Tabular Model Schema Reference v1.1

The Tabular Model Schema Reference document introduced a couple weeks weeks ago has been uploaded to a GitHub repository and updated (v1.1) with the following small improvements:

  1. Refresh button
  2. New Measure Attributes: Contains Iterator, Contains Variable
  3. Reorganized Home page
Tabular Model Schema Reference v1.1

GitHub Repo

The Tabular-Schema-Reference repository includes the primary report file (Tabular Model Schema Reference v1.1.xlsm), an .xlsx (macro free) version, and the Power Query (.pq) files containing the M expressions used in the reference docs. Be advised if you use the (.XLSX) file that the four charts on the Model Analysis need to be refreshed on their own after you execute a Refresh All. This issue will be addressed in v1.2.

Additionally, a Power BI Desktop file (.PBIX) with the same queries is also included. This file does not contain any visualizations, DAX measures, relationships, hierarchies, etc. I don’t currently plan to build any of this content in Power BI Desktop but will update the PBIX file with new source queries.

GitHub Repository

v1.1 Improvements

Data Refresh

In general I didn’t want there to be any macros/VBA, DAX, or imported data model to keep the reference file as simple as possible. However, when you don’t work with Excel regularly or when you need to refresh multiple times in a session this could be a convenience.

In addition to the refresh macro, a RefreshPivots macro is called when the Schema Analysis worksheet is opened. This keeps these charts aligned with the latest data retrieval.

Perhaps an even better refresh approach would be to allow the user to enter the server and database input parameters into the Home page worksheet. Currently the Server and Database query parameters must be modified in the Query Editor (Get Data → Launch Query Editor) .

New Measure Attributes

Tabular models often contain hundreds of DAX measure expressions and these expressions can vary dramatically in complexity. The original schema reference file included an attribute (DAX Length Category) that broke out the length of the measure’s DAX Expression into one of 5 categories.

In this release, a Contains Iterator and a Contains Variable attribute have been added to the Measures report page to make it easier to identify measures which may contain complex logic or which potentially represent a performance issue. (Clearly there are many simple and performant DAX measure patterns which use iterators and/or variables – these new attributes just help provide clues to aid the model analysis process. At a minimum, you now know whether the model is using DAX variables at all and you can quickly focus your analysis on the longer measure expressions which contain iterators).

For now, the Contains Iterator attribute flags measures when utilize the FILTER function or one of the X iterator functions (e.g. SUMX) as TRUE. Likewise, the Contains Variable attribute identifies measures which utilize the VAR function.

Rather than explicitly search for the full function name (and each casing) for the many different iterators, the ‘X’ letter is used as the search criteria. Therefore, certain measures which reference tables or columns containing ‘X’ or other DAX functions containing X will be falsely flagged. This issue will be addressed in v1.2.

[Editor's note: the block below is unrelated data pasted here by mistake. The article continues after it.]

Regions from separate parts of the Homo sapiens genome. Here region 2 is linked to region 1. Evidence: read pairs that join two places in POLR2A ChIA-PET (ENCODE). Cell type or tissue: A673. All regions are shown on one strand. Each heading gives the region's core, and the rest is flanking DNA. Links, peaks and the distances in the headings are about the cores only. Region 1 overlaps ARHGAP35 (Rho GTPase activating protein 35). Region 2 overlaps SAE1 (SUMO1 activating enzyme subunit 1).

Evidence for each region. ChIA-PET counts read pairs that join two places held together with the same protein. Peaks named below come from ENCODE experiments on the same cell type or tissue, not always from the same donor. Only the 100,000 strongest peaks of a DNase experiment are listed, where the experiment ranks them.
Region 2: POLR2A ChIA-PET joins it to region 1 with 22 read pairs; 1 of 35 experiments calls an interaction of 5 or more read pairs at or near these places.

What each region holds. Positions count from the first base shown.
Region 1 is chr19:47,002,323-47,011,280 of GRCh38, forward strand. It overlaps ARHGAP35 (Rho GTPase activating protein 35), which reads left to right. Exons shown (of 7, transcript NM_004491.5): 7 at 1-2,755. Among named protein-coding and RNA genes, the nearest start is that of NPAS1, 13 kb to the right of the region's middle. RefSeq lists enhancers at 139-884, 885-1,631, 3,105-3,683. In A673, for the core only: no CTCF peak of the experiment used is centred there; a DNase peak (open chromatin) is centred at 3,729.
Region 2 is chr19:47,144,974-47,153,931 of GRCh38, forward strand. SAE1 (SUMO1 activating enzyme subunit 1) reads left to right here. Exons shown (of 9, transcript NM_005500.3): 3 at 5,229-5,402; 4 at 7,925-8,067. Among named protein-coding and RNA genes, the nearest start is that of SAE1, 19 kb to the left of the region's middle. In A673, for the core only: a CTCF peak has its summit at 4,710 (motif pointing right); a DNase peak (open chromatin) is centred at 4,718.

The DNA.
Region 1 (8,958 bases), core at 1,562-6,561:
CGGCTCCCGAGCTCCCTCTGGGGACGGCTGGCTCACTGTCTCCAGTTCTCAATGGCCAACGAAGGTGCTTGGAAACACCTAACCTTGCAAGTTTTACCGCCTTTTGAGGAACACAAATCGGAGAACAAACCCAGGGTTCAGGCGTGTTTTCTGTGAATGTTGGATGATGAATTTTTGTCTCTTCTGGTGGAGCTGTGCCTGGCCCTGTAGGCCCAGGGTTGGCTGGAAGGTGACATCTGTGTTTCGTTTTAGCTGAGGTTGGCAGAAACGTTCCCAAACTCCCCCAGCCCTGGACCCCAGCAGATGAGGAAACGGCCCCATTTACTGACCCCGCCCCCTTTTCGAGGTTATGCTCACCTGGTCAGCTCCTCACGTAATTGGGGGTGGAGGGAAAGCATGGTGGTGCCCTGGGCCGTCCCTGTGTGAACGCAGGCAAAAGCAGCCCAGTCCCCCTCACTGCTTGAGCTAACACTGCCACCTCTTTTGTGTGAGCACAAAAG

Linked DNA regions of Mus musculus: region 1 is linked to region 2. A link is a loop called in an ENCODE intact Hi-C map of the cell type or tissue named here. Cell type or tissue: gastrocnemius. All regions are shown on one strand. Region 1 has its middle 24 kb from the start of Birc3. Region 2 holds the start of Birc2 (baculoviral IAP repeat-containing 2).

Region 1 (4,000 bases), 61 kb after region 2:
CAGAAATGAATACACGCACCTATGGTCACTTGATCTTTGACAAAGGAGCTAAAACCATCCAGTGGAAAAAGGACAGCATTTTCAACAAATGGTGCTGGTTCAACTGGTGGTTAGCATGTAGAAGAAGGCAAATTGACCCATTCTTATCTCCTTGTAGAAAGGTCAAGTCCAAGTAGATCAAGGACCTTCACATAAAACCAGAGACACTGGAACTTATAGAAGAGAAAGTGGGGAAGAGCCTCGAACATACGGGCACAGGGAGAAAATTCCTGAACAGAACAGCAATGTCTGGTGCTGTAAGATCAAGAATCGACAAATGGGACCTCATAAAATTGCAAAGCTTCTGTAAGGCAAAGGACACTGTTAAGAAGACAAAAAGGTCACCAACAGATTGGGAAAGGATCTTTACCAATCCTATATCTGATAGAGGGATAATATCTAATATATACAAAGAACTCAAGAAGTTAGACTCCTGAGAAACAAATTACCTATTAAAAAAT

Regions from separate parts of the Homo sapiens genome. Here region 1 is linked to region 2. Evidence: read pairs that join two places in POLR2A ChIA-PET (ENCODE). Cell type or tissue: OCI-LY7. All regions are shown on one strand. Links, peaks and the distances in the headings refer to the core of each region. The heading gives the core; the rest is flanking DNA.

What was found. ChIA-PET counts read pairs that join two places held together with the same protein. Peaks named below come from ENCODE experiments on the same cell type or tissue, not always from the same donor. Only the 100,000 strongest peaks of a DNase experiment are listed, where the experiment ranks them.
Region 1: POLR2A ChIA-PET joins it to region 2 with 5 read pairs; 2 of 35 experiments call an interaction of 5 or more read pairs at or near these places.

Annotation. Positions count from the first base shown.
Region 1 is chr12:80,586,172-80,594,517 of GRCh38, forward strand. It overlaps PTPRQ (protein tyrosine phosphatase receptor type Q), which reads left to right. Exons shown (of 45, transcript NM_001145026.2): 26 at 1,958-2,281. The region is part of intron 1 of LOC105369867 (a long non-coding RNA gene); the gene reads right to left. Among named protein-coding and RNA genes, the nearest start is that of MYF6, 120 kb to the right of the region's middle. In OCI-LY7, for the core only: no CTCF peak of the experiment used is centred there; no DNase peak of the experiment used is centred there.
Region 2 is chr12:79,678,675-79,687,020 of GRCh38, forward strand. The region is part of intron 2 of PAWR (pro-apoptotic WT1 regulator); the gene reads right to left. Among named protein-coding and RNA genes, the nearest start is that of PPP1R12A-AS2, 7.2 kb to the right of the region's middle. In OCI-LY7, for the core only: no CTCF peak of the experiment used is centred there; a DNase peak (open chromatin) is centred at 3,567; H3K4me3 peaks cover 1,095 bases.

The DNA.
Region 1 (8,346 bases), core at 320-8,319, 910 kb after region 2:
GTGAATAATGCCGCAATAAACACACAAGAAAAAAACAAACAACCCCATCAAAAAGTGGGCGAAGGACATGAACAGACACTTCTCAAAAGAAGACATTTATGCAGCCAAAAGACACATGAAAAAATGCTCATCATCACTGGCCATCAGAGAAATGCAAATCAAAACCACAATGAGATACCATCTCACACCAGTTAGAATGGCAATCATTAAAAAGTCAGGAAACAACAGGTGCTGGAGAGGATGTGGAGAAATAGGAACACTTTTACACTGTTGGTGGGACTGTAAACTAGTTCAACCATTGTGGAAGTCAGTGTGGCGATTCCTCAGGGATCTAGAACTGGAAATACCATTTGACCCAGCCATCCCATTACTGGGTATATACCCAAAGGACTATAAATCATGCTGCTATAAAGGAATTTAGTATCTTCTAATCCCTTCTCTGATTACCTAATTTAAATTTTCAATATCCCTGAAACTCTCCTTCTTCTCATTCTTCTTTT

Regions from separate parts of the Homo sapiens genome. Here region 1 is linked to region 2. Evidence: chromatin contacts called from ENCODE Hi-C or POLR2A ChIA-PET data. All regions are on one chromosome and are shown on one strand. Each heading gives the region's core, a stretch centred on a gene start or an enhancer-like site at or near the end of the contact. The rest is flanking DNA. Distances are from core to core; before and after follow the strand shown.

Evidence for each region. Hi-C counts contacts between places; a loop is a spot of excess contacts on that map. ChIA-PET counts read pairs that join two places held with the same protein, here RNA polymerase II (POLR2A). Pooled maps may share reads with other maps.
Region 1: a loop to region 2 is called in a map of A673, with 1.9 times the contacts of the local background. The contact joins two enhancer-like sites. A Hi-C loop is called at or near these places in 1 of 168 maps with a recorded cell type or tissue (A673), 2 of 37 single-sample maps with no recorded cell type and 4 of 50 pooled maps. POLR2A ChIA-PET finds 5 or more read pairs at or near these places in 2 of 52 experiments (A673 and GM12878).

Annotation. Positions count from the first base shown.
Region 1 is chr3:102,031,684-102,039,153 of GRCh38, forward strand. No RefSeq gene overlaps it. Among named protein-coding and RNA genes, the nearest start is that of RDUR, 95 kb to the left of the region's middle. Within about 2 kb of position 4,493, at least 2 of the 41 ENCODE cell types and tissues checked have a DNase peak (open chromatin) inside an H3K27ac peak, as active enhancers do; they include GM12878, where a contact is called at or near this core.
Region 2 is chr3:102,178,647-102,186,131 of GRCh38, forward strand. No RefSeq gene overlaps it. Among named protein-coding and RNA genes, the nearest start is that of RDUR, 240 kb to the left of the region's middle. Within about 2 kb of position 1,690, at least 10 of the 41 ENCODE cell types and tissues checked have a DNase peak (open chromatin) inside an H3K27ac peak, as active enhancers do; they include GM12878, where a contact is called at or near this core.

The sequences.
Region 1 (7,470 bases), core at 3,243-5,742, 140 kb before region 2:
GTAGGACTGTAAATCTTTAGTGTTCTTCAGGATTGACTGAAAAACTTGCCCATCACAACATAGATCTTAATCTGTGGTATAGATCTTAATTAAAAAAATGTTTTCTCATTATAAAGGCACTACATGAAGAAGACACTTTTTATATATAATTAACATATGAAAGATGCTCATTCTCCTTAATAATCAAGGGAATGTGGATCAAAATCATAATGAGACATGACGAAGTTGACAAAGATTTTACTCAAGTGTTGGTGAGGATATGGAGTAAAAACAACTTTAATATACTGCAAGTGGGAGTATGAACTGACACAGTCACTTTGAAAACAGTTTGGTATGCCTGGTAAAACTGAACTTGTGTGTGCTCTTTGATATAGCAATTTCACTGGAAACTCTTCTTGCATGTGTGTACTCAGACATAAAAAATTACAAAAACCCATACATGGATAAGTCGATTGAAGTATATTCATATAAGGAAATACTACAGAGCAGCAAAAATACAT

Reorganized Home page

The shapes on the Home page are now more logically positioned next to similar objects. For example, Roles, Role Members, and Table Permissions are all next to each other on the fourth row. The most commonly used pages (e.g. Overview, Measures, Tables) are positioned toward the top and left.

A Look Ahead

I probably won’t release a v1.2 for at least 4-5 weeks as there are several other blog posts I’m interested in writing. These include “Origins of Data Model Anti-Patterns”, implementing object-level security in Tabular 1400 CL, and maybe a post regarding the relatively new IsAvailableInMDX property. (Note: The Schema Reference v1.1 supports this property on the Columns page.)

v1.2 will very likely include a source-target document that maps the report columns back to the Analysis Services DMVs. This work has already been started. Additionally, though I don’t want to go too far down the performance optimization path, there may be some support for column cardinality and memory usage. The combination of this new metadata along with existing information on the measures and relationships could assist performance troubleshooting scenarios.

As mentioned before, I usually don’t promote blog posts on social media. Therefore, you need to follow (Subscribe → Follow) this blog for notifications of new posts.

One comment

Leave a Reply

Fill in your details below or click an icon to log in: Logo

You are commenting using your account. Log Out /  Change )

Google+ photo

You are commenting using your Google+ account. Log Out /  Change )

Twitter picture

You are commenting using your Twitter account. Log Out /  Change )

Facebook photo

You are commenting using your Facebook account. Log Out /  Change )


Connecting to %s